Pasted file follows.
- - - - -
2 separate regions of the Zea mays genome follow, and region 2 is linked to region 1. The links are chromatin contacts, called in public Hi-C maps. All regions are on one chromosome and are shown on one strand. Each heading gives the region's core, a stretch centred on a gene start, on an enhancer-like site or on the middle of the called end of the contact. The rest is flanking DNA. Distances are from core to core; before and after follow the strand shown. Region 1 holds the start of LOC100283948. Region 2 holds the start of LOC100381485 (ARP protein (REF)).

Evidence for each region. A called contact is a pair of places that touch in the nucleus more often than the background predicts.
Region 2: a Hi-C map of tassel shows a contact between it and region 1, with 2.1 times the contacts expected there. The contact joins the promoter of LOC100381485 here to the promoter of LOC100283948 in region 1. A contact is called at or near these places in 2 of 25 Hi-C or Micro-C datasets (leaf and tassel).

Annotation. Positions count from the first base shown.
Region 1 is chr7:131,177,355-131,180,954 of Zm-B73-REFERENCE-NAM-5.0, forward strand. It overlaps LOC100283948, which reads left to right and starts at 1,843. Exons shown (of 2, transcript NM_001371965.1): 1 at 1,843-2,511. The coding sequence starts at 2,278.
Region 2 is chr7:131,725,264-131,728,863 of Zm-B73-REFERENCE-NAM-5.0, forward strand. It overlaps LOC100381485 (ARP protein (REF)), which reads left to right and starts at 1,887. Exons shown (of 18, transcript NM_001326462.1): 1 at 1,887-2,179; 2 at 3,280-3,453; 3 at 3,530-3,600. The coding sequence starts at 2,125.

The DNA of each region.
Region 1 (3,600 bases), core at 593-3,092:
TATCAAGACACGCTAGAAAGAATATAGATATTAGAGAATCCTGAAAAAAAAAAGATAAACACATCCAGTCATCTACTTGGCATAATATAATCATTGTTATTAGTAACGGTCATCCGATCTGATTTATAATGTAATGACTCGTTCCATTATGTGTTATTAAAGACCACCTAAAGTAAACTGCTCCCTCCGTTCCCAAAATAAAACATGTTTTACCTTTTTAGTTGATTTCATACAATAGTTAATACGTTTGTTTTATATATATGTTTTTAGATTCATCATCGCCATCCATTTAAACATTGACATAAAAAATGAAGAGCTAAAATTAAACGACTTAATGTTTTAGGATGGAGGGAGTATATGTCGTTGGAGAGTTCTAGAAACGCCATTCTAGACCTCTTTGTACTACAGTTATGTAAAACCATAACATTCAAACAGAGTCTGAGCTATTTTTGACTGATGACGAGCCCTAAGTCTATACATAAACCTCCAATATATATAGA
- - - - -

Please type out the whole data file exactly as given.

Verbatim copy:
2 separate regions of the Zea mays genome follow, and region 2 is linked to region 1. The links are chromatin contacts, called in public Hi-C maps. All regions are on one chromosome and are shown on one strand. Each heading gives the region's core, a stretch centred on a gene start, on an enhancer-like site or on the middle of the called end of the contact. The rest is flanking DNA. Distances are from core to core; before and after follow the strand shown. Region 1 holds the start of LOC100283948. Region 2 holds the start of LOC100381485 (ARP protein (REF)).

Evidence for each region. A called contact is a pair of places that touch in the nucleus more often than the background predicts.
Region 2: a Hi-C map of tassel shows a contact between it and region 1, with 2.1 times the contacts expected there. The contact joins the promoter of LOC100381485 here to the promoter of LOC100283948 in region 1. A contact is called at or near these places in 2 of 25 Hi-C or Micro-C datasets (leaf and tassel).

Annotation. Positions count from the first base shown.
Region 1 is chr7:131,177,355-131,180,954 of Zm-B73-REFERENCE-NAM-5.0, forward strand. It overlaps LOC100283948, which reads left to right and starts at 1,843. Exons shown (of 2, transcript NM_001371965.1): 1 at 1,843-2,511. The coding sequence starts at 2,278.
Region 2 is chr7:131,725,264-131,728,863 of Zm-B73-REFERENCE-NAM-5.0, forward strand. It overlaps LOC100381485 (ARP protein (REF)), which reads left to right and starts at 1,887. Exons shown (of 18, transcript NM_001326462.1): 1 at 1,887-2,179; 2 at 3,280-3,453; 3 at 3,530-3,600. The coding sequence starts at 2,125.

The DNA of each region.
Region 1 (3,600 bases), core at 593-3,092:
TATCAAGACACGCTAGAAAGAATATAGATATTAGAGAATCCTGAAAAAAAAAAGATAAACACATCCAGTCATCTACTTGGCATAATATAATCATTGTTATTAGTAACGGTCATCCGATCTGATTTATAATGTAATGACTCGTTCCATTATGTGTTATTAAAGACCACCTAAAGTAAACTGCTCCCTCCGTTCCCAAAATAAAACATGTTTTACCTTTTTAGTTGATTTCATACAATAGTTAATACGTTTGTTTTATATATATGTTTTTAGATTCATCATCGCCATCCATTTAAACATTGACATAAAAAATGAAGAGCTAAAATTAAACGACTTAATGTTTTAGGATGGAGGGAGTATATGTCGTTGGAGAGTTCTAGAAACGCCATTCTAGACCTCTTTGTACTACAGTTATGTAAAACCATAACATTCAAACAGAGTCTGAGCTATTTTTGACTGATGACGAGCCCTAAGTCTATACATAAACCTCCAATATATATAGA